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Explained: Why India Refused to Sign the Climate & Health Declaration at COP28

Why did India abstain from signing the declaration on climate and health at the COP28 in UAE? The Quint explains.

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For the first time in at least 28 years of United Nations-led climate discussions, on 3 December, the intersection between health and climate was given limelight amid global dignitaries.

As many as 124 countries came together and signed the ‘Declaration on Climate and Health’

But India refused to sign the COP28 Declaration on Climate and Health.

India also did not participate in the first-ever 'Health Day' organised at the summit, as a precursor to the adoption of the declaration. 

Why did India abstain from this? The Quint explains. 

Explained: Why India Refused to Sign the Climate & Health Declaration at COP28

  1. 1. What Does The Declaration Say?

    The declaration, adopted on Sunday, calls for nations to reduce their greenhouse gas emissions in the health sector “swiftly, sustainably, and substantially,” flagging concern over climate change’s negative impact on global health. 

    The declaration also says that reductions in greenhouse gas emissions should be accompanied by “transitions, lower air pollution, active mobility, and shifts to sustainable healthy diets.”

    The declaration, among other things, also goes on to suggest:

    • Avoid depending on coal power

    • Drive rapid de-carbonisation

    • Reduce waste generated in the health sector

    • Implement better procurement standards for supply chains and health systems

    • Develop healthcare systems that are capable of dealing with “climate-related health impacts”

    Expand
  2. 2. Why Did India Refrain From Signing?

    India said that it’s not practical for the country to curb greenhouse gases for cooling in the health sector, as vaccines, drugs, etc, require cold storage rooms, news wire PTI reported on Sunday.

    India also said that it is refraining from signing the declaration because it's not possible to fulfil the terms of the declaration in a short time period.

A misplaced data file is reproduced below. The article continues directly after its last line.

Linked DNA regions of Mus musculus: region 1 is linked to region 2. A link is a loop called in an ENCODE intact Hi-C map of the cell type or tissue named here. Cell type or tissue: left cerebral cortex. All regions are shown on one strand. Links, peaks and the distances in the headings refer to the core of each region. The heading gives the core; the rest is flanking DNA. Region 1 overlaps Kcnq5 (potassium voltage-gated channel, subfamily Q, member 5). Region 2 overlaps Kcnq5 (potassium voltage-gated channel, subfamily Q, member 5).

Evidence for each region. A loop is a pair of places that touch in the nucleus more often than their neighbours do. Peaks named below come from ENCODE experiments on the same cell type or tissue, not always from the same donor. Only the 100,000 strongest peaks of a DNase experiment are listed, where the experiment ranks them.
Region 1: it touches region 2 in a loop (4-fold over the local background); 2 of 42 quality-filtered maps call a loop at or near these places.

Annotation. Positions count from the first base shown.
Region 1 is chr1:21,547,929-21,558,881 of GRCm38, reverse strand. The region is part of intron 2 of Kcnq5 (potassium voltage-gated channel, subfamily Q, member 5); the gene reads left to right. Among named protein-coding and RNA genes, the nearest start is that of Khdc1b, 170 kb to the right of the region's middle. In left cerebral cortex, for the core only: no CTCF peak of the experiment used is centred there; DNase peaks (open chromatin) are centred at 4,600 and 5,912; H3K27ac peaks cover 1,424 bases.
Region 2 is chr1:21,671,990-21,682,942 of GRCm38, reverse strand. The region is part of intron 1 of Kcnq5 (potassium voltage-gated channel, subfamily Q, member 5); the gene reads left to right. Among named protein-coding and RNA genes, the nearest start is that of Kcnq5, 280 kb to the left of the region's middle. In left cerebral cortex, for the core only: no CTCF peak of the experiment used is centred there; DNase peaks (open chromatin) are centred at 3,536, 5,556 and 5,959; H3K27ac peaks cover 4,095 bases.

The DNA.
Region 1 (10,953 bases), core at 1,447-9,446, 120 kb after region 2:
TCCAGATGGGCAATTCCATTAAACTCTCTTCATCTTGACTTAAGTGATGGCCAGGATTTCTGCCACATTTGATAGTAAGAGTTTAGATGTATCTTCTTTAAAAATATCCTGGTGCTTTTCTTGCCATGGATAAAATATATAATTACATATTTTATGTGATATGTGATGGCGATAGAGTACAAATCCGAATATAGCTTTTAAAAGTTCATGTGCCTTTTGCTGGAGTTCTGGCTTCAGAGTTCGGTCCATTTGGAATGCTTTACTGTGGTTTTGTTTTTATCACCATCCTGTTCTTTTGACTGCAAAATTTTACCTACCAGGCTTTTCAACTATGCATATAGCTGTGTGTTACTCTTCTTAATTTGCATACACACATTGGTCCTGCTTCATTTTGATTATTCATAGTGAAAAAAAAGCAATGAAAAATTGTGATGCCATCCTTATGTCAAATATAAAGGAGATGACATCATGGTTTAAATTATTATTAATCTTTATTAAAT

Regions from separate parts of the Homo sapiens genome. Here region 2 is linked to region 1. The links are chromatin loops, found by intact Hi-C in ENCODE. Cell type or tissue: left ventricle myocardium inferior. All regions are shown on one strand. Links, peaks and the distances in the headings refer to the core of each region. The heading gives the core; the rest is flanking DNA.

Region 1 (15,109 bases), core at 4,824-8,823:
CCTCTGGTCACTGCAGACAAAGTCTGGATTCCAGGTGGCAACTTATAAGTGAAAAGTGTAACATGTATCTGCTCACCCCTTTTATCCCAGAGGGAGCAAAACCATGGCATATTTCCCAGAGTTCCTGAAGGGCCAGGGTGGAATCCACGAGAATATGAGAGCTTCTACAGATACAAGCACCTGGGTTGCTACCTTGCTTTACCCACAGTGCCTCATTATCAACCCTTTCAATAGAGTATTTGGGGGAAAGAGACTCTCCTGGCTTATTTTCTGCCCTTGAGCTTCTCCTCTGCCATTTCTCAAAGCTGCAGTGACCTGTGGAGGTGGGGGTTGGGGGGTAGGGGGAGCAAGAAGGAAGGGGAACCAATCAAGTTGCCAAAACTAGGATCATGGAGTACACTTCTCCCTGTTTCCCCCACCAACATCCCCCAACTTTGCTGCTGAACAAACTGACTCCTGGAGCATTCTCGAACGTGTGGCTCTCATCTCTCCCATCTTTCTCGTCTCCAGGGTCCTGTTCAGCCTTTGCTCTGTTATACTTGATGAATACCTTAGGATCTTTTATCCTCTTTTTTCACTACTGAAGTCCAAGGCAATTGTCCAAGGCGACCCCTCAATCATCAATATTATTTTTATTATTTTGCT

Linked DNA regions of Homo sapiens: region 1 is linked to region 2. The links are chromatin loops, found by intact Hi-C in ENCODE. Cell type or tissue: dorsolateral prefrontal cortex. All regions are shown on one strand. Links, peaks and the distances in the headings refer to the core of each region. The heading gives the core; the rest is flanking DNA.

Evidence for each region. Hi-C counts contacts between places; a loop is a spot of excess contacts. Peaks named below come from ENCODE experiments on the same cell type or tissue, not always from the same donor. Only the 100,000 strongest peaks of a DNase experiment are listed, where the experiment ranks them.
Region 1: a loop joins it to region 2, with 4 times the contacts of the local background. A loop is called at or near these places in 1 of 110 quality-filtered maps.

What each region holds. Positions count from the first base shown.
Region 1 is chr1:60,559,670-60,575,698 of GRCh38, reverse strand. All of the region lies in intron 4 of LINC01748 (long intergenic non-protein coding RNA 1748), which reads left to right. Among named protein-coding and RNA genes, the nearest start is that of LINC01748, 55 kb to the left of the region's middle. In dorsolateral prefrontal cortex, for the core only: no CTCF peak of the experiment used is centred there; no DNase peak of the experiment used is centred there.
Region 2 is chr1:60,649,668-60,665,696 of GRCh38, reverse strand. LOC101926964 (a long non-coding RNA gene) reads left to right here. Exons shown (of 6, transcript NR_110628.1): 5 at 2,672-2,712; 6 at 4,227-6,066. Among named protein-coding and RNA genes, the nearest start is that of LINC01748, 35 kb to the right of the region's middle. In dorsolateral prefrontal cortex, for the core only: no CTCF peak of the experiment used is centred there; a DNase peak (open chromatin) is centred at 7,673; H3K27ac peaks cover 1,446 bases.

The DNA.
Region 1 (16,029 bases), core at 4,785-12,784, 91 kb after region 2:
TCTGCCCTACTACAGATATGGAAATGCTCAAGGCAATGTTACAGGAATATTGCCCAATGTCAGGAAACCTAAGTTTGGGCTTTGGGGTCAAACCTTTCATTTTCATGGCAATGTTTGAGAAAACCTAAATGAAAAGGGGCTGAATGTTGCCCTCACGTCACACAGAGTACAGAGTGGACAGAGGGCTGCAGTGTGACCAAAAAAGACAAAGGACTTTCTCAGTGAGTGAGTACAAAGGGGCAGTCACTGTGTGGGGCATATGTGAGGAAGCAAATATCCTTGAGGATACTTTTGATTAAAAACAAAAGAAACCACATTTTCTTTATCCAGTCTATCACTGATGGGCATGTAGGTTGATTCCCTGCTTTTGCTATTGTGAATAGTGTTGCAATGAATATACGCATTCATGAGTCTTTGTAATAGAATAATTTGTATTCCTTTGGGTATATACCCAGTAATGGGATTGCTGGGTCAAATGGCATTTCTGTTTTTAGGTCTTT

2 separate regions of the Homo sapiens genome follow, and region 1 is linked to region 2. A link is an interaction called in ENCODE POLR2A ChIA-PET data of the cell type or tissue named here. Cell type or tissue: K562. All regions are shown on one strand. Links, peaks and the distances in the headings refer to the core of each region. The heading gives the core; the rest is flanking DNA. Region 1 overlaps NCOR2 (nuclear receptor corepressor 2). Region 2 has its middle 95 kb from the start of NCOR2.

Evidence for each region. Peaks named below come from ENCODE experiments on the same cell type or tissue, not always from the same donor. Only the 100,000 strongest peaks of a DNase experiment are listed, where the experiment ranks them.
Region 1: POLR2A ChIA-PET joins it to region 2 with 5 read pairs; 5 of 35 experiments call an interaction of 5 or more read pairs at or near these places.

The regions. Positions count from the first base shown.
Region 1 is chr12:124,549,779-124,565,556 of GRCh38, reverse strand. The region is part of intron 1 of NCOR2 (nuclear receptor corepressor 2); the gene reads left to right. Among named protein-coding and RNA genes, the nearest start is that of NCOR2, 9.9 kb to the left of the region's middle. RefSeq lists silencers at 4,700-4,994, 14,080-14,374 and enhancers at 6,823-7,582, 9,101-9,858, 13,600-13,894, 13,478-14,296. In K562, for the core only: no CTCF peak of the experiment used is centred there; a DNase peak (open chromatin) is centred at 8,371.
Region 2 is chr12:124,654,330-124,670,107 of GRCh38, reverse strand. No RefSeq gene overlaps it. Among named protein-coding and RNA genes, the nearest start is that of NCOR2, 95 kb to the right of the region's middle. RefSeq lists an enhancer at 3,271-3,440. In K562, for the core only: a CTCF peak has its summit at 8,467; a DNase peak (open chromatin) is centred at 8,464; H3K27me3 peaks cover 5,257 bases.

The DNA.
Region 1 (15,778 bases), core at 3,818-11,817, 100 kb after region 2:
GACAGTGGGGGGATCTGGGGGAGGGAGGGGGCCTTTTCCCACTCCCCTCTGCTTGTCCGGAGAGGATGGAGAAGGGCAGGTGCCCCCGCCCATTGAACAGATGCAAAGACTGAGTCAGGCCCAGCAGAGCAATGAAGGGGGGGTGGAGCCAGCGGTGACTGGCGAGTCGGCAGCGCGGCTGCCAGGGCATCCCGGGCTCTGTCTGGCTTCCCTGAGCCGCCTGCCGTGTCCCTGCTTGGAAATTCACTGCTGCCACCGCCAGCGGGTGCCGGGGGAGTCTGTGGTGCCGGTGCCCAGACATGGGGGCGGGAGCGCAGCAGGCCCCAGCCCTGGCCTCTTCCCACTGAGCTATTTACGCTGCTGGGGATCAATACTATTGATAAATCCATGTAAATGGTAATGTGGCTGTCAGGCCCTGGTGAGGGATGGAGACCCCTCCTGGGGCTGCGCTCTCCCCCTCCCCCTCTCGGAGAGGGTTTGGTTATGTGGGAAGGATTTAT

Leena Nandan, Secretary, Ministry of Environment and Forests, was quoted by The Hindu as saying,

    “We need cold storages for storing vaccines and medicines and these are linked to making our healthcare systems resilient. However, suggestions that using these are contributing to climate emissions and that we must choose some fuels over the other are not acceptable.”

    India has historically contributed to less than four percent of the carbon and greenhouse gas emissions, and, as a developing nation, has a moral high ground when it comes to using resources like coal to provide for its population.

    Kavin Kumar Kandaswamy, CEO of ProClime, a unified service provider in the climate space, who is currently at COP28, tells The Quint:

    “As a developing nation, the unique challenge that India is facing is working towards its development needs while transitioning on a large scale towards the renewable energy opportunity at the same time."

    He goes on to add, "Being the health exporter of the world, for us decarbonising the health sector would mean hitting upon the economic opportunity coming out of it.”

    Aravindan Srinivasan, Director, Thematic Collaborations at AVPN, a network of social impact investors, agrees with Kandaswamy.

    He explains, “In Asia, where countries face the dual challenges of coping with frequent extreme weather events due to climate change and striving towards universal health coverage, the decisions surrounding climate agreements are particularly nuanced.”

    Expand
  3. 3. Are There Any Limitations Or Concerns Raised?

    When it comes to the limitations of the declaration, it is not a legally binding document and just a voluntary adoption for the countries. 

    What’s also raising eyebrows among climate and health experts is that while the declaration calls for cutting down on greenhouse gas emissions and de-carbonisation, it doesn’t mention anything about fossil fuels.

    It’s noteworthy that India isn’t the only country to have abstained from signing the declaration. Among the big leagues, the United States of America also refrained from committing to this. 

    But, according to Telegraph India, senior World Health Organization officials are still engaging with India in relation to the declaration.

    Maria Neira, director of the WHO’s public health and environment department, was quoted by the newspaper as saying, “India is an important partner, a vast country with a huge population; also, a country with big technologies…. I am sure we can find a way.”

    Jessica Beagley, Policy Lead at the Global Climate and Health Alliance, told media houses:

    “The decision not to support a political document at this level on the impacts of climate change and human health, and the opportunities of climate action for wellbeing, sends a concerning message regarding consideration of the health of people in India and globally.”

    So what does this mean for India? Experts emphasise that as India abstains from committing to this declaration, it’s not coming out of an ignorance of how closely climate change and health are related. Kandaswamy says,